Re-invigorating openness at The Open University: the role of Open Educational Resources, Volume 24, Issue 1 February 2009 by Brenda Gourley and Andy Lane. Quoting from the Abstract:

This paper describes the internal motivations and external drivers that led The Open University UK to enter the field of Open Educational Resources through its institution-wide OpenLearn initiative ( It also describes some of the emerging evidence of the impacts inside and outside the university. Through the rapid implementation and operation of the OpenLearn website, The Open University UK has been able to better understand and promote openness through open and distance learning.

TED (Technology, Entertainment, Design)

Clay Shirky on institutions vs. collaboration.

Mr. Shirky divides his time between consulting, teaching, and writing on the social and economic effects of Internet technologies. His consulting practice is focused on the rise of decentralized technologies such as peer-to-peer, web services, and wireless networks that provide alternatives to the wired client/server infrastructure that characterizes the Web. Current clients include Nokia, GBN, the Library of Congress, the Highlands Forum, the Markle Foundation, and the BBC.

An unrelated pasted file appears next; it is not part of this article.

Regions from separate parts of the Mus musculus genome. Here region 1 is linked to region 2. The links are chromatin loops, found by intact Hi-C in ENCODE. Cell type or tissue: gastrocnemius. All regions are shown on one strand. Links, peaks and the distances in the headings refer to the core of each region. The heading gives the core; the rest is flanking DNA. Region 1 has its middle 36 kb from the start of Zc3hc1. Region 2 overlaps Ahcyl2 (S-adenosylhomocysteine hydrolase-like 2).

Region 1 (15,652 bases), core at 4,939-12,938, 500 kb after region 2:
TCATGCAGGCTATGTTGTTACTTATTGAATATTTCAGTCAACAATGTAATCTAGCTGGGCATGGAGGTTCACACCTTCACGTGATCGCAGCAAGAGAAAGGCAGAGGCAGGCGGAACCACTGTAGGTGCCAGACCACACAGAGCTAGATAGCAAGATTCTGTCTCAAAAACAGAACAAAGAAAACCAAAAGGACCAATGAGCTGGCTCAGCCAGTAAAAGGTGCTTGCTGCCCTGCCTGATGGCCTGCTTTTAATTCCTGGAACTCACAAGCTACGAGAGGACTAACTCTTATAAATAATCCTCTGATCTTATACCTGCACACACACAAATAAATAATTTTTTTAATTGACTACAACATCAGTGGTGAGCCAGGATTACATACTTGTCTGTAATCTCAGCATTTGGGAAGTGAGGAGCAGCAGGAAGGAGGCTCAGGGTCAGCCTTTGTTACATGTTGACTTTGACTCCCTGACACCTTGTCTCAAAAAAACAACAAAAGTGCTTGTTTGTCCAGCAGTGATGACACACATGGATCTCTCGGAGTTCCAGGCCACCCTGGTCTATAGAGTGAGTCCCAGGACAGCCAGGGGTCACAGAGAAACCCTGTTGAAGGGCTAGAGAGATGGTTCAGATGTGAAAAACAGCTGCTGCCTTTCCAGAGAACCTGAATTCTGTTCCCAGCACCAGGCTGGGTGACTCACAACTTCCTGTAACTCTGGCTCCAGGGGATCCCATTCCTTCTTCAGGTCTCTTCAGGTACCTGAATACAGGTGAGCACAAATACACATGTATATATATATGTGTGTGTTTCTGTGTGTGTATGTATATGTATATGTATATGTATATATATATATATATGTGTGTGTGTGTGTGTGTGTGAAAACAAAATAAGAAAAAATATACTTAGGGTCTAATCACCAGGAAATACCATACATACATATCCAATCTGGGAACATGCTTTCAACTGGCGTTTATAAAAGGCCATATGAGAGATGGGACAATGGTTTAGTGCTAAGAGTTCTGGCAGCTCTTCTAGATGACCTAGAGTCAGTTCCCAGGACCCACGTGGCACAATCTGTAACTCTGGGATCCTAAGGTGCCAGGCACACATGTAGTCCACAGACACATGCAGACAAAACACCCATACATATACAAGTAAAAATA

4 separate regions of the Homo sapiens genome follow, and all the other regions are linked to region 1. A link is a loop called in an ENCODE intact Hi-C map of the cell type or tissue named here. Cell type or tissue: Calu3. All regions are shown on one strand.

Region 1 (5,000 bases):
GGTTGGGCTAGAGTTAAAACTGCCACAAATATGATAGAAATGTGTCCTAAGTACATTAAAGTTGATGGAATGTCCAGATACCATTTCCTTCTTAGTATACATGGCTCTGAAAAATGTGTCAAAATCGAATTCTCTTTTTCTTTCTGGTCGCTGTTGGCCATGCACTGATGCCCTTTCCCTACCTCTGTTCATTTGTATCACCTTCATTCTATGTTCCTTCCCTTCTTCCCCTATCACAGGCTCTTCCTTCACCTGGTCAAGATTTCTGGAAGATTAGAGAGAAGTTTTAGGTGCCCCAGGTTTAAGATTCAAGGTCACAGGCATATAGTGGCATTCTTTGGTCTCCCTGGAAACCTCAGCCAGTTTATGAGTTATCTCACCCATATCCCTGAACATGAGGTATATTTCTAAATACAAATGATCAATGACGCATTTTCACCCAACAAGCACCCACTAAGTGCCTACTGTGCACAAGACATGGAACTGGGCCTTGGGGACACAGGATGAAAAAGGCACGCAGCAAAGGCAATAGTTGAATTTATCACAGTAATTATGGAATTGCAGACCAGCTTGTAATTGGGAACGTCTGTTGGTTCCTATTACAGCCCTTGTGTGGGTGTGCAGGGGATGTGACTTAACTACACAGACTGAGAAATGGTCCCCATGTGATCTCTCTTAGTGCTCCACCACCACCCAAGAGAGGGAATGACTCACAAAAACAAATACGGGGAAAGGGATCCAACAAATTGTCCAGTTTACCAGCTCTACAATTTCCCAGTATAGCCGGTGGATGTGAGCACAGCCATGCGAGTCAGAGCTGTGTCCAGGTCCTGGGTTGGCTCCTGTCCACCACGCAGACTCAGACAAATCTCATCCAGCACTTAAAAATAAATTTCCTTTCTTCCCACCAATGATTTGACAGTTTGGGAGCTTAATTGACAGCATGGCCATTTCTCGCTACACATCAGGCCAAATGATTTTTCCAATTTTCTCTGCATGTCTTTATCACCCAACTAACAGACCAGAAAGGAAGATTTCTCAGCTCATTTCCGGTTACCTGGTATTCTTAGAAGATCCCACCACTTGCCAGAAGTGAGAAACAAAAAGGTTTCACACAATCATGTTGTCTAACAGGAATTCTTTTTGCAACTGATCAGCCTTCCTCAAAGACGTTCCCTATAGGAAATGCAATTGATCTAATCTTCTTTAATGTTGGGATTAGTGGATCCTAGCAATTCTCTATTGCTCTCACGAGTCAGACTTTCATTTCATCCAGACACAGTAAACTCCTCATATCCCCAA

The Observatory on borderless higher education

Rocky roads and broken dreams? Global online schools of non-profit universities continue to face difficulties in realising their ambitions, 2009 by The Observatory on Borderless Higher Education. Quoting from the Abstract: